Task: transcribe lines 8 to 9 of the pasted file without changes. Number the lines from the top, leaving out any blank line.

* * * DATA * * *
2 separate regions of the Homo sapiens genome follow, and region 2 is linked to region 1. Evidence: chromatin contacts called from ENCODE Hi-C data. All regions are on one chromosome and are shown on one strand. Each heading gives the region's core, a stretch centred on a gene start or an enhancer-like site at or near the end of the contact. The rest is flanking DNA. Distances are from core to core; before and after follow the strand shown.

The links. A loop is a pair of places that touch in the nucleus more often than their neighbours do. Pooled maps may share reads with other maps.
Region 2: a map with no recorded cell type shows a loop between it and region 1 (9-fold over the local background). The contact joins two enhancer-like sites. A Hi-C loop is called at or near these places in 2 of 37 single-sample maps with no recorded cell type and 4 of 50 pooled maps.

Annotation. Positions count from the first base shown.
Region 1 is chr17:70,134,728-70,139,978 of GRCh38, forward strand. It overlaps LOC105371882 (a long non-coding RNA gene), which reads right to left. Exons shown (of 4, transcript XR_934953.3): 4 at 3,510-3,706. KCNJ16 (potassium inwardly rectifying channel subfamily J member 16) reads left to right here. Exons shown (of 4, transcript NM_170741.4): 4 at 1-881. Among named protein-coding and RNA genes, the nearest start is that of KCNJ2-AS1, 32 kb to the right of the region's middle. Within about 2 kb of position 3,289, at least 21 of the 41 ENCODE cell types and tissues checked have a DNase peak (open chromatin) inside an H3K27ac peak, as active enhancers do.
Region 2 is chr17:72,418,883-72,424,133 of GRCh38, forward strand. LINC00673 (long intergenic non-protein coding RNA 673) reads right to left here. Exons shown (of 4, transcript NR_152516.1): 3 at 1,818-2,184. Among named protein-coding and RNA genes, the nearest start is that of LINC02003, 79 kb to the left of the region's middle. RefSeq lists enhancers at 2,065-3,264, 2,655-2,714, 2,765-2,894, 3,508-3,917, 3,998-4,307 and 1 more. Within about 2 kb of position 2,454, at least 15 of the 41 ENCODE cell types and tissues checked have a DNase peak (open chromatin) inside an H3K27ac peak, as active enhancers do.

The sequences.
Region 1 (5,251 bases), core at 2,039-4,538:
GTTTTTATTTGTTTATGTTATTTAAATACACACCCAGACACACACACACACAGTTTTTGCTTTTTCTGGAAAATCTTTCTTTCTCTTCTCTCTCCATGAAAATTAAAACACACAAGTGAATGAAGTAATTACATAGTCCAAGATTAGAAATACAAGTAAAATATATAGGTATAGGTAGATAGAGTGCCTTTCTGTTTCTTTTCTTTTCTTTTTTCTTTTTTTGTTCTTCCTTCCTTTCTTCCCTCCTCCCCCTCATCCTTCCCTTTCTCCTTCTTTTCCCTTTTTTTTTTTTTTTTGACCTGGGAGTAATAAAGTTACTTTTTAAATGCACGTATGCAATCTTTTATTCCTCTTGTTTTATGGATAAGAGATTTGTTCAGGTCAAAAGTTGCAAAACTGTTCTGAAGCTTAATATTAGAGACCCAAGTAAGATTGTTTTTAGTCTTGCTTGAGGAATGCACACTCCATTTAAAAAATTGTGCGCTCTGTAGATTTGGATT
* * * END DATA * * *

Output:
Region 1 (5,251 bases), core at 2,039-4,538:
GTTTTTATTTGTTTATGTTATTTAAATACACACCCAGACACACACACACACAGTTTTTGCTTTTTCTGGAAAATCTTTCTTTCTCTTCTCTCTCCATGAAAATTAAAACACACAAGTGAATGAAGTAATTACATAGTCCAAGATTAGAAATACAAGTAAAATATATAGGTATAGGTAGATAGAGTGCCTTTCTGTTTCTTTTCTTTTCTTTTTTCTTTTTTTGTTCTTCCTTCCTTTCTTCCCTCCTCCCCCTCATCCTTCCCTTTCTCCTTCTTTTCCCTTTTTTTTTTTTTTTTGACCTGGGAGTAATAAAGTTACTTTTTAAATGCACGTATGCAATCTTTTATTCCTCTTGTTTTATGGATAAGAGATTTGTTCAGGTCAAAAGTTGCAAAACTGTTCTGAAGCTTAATATTAGAGACCCAAGTAAGATTGTTTTTAGTCTTGCTTGAGGAATGCACACTCCATTTAAAAAATTGTGCGCTCTGTAGATTTGGATT